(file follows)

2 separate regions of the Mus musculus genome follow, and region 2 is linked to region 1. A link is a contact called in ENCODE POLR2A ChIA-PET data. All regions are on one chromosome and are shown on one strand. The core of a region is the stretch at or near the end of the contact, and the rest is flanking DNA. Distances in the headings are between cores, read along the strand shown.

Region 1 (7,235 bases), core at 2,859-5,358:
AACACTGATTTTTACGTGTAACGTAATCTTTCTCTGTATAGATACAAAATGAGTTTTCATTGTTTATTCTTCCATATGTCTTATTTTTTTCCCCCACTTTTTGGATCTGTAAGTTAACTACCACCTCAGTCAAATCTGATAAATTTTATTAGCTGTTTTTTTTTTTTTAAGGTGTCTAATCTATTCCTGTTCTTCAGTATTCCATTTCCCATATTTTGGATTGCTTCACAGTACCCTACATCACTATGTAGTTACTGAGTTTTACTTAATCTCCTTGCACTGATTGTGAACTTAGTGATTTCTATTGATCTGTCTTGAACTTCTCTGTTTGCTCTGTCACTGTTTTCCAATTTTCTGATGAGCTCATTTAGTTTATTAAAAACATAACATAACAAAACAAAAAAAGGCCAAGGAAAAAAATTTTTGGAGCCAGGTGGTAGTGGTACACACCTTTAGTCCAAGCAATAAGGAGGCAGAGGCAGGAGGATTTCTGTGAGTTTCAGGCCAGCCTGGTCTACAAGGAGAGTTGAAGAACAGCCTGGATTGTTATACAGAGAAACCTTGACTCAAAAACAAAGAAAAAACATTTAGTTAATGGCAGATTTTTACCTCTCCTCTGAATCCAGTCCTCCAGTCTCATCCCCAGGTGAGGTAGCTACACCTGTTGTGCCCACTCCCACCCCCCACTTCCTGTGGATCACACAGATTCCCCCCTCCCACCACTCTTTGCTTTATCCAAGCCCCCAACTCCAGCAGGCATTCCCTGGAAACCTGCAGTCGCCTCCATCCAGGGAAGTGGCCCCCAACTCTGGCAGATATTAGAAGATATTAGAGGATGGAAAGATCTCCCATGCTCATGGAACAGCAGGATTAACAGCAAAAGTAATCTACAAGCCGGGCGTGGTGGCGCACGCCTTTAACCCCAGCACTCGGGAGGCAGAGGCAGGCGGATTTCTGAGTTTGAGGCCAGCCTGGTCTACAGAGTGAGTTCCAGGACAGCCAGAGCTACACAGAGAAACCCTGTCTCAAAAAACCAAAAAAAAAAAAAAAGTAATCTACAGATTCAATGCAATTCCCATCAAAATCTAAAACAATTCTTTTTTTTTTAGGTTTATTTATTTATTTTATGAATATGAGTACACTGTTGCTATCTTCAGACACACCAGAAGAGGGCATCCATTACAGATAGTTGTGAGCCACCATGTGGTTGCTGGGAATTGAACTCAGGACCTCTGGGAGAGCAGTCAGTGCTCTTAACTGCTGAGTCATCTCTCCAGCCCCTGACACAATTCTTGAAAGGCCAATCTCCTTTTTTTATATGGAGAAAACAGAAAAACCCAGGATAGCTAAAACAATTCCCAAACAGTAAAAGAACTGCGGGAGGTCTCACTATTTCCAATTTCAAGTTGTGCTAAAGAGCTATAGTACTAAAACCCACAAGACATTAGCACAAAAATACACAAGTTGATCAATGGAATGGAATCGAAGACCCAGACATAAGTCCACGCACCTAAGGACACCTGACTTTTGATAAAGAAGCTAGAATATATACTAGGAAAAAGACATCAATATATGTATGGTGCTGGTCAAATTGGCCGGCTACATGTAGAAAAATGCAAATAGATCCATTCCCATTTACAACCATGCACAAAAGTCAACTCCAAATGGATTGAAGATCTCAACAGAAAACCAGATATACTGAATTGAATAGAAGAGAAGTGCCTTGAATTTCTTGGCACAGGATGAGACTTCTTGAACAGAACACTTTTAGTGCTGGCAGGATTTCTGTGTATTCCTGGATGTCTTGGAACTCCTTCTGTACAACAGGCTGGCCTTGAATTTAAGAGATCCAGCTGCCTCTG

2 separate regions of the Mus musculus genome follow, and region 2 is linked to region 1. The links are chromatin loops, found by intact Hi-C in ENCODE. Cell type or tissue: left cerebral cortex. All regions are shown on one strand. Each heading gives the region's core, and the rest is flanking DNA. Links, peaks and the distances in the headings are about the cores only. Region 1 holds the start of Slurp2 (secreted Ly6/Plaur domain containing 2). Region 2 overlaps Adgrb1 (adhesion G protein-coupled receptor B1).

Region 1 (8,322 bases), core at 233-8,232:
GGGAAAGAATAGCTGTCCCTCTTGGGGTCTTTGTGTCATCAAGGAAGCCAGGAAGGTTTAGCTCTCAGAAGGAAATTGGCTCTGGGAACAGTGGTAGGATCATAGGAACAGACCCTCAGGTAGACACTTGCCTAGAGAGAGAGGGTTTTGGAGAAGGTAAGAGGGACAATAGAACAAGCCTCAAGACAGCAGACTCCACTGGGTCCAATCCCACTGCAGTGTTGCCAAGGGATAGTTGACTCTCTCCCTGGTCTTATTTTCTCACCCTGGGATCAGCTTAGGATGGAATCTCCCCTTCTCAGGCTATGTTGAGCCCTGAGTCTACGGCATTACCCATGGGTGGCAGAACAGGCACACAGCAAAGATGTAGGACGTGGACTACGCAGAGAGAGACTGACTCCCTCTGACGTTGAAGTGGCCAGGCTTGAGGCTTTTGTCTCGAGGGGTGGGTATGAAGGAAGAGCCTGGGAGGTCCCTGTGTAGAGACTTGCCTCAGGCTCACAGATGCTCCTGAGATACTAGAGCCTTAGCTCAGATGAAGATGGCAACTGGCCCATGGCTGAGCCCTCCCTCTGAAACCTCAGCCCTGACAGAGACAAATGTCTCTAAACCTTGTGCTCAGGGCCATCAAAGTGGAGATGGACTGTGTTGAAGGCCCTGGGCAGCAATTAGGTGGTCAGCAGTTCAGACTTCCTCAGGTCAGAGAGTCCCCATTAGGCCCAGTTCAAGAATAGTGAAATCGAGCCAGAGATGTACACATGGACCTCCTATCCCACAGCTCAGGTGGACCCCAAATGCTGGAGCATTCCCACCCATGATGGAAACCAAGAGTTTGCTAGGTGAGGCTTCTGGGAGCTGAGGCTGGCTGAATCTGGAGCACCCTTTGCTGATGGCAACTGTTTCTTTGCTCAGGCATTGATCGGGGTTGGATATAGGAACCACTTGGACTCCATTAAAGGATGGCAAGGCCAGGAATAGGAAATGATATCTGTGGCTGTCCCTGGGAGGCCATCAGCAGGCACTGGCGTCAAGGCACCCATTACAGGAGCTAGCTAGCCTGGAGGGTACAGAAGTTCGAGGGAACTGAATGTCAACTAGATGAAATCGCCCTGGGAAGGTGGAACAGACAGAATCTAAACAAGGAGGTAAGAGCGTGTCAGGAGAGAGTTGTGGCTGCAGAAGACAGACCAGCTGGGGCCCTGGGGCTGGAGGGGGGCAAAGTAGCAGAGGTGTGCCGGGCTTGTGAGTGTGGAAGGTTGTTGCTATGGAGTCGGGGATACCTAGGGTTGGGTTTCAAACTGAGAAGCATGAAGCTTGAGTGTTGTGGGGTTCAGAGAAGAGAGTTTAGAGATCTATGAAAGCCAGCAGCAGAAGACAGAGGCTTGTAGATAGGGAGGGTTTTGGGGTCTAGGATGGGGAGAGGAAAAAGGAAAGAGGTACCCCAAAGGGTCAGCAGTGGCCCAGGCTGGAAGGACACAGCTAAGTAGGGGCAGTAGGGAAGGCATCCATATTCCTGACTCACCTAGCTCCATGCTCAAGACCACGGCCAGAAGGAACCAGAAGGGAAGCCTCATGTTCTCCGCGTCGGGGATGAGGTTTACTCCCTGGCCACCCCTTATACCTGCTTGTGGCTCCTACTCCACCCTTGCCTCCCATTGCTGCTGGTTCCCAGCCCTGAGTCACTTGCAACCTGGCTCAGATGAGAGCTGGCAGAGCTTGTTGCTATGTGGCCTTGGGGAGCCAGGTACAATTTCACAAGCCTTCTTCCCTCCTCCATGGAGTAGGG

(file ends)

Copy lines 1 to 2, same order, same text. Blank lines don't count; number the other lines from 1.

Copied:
2 separate regions of the Mus musculus genome follow, and region 2 is linked to region 1. A link is a contact called in ENCODE POLR2A ChIA-PET data. All regions are on one chromosome and are shown on one strand. The core of a region is the stretch at or near the end of the contact, and the rest is flanking DNA. Distances in the headings are between cores, read along the strand shown.

Region 1 (7,235 bases), core at 2,859-5,358: